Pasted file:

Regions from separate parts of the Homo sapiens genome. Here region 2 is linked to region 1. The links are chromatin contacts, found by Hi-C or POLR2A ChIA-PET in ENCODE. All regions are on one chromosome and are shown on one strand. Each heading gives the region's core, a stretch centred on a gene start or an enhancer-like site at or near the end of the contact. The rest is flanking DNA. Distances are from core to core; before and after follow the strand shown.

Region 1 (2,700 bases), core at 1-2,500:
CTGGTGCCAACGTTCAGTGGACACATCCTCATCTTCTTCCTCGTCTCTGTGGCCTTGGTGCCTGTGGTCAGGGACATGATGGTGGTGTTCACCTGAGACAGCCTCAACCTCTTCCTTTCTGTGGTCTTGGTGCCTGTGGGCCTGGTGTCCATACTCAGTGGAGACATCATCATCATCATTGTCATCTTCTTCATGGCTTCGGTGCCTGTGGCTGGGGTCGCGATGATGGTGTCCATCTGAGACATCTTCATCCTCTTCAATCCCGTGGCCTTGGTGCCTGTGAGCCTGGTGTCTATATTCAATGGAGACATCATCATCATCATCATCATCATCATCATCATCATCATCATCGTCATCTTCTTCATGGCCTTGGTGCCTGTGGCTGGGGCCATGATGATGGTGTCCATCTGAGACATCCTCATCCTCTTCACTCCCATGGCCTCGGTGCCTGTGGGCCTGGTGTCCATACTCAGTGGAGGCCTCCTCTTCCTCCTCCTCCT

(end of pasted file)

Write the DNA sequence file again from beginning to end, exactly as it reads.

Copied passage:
Regions from separate parts of the Homo sapiens genome. Here region 2 is linked to region 1. The links are chromatin contacts, found by Hi-C or POLR2A ChIA-PET in ENCODE. All regions are on one chromosome and are shown on one strand. Each heading gives the region's core, a stretch centred on a gene start or an enhancer-like site at or near the end of the contact. The rest is flanking DNA. Distances are from core to core; before and after follow the strand shown.

Region 1 (2,700 bases), core at 1-2,500:
CTGGTGCCAACGTTCAGTGGACACATCCTCATCTTCTTCCTCGTCTCTGTGGCCTTGGTGCCTGTGGTCAGGGACATGATGGTGGTGTTCACCTGAGACAGCCTCAACCTCTTCCTTTCTGTGGTCTTGGTGCCTGTGGGCCTGGTGTCCATACTCAGTGGAGACATCATCATCATCATTGTCATCTTCTTCATGGCTTCGGTGCCTGTGGCTGGGGTCGCGATGATGGTGTCCATCTGAGACATCTTCATCCTCTTCAATCCCGTGGCCTTGGTGCCTGTGAGCCTGGTGTCTATATTCAATGGAGACATCATCATCATCATCATCATCATCATCATCATCATCATCATCGTCATCTTCTTCATGGCCTTGGTGCCTGTGGCTGGGGCCATGATGATGGTGTCCATCTGAGACATCCTCATCCTCTTCACTCCCATGGCCTCGGTGCCTGTGGGCCTGGTGTCCATACTCAGTGGAGGCCTCCTCTTCCTCCTCCTCCT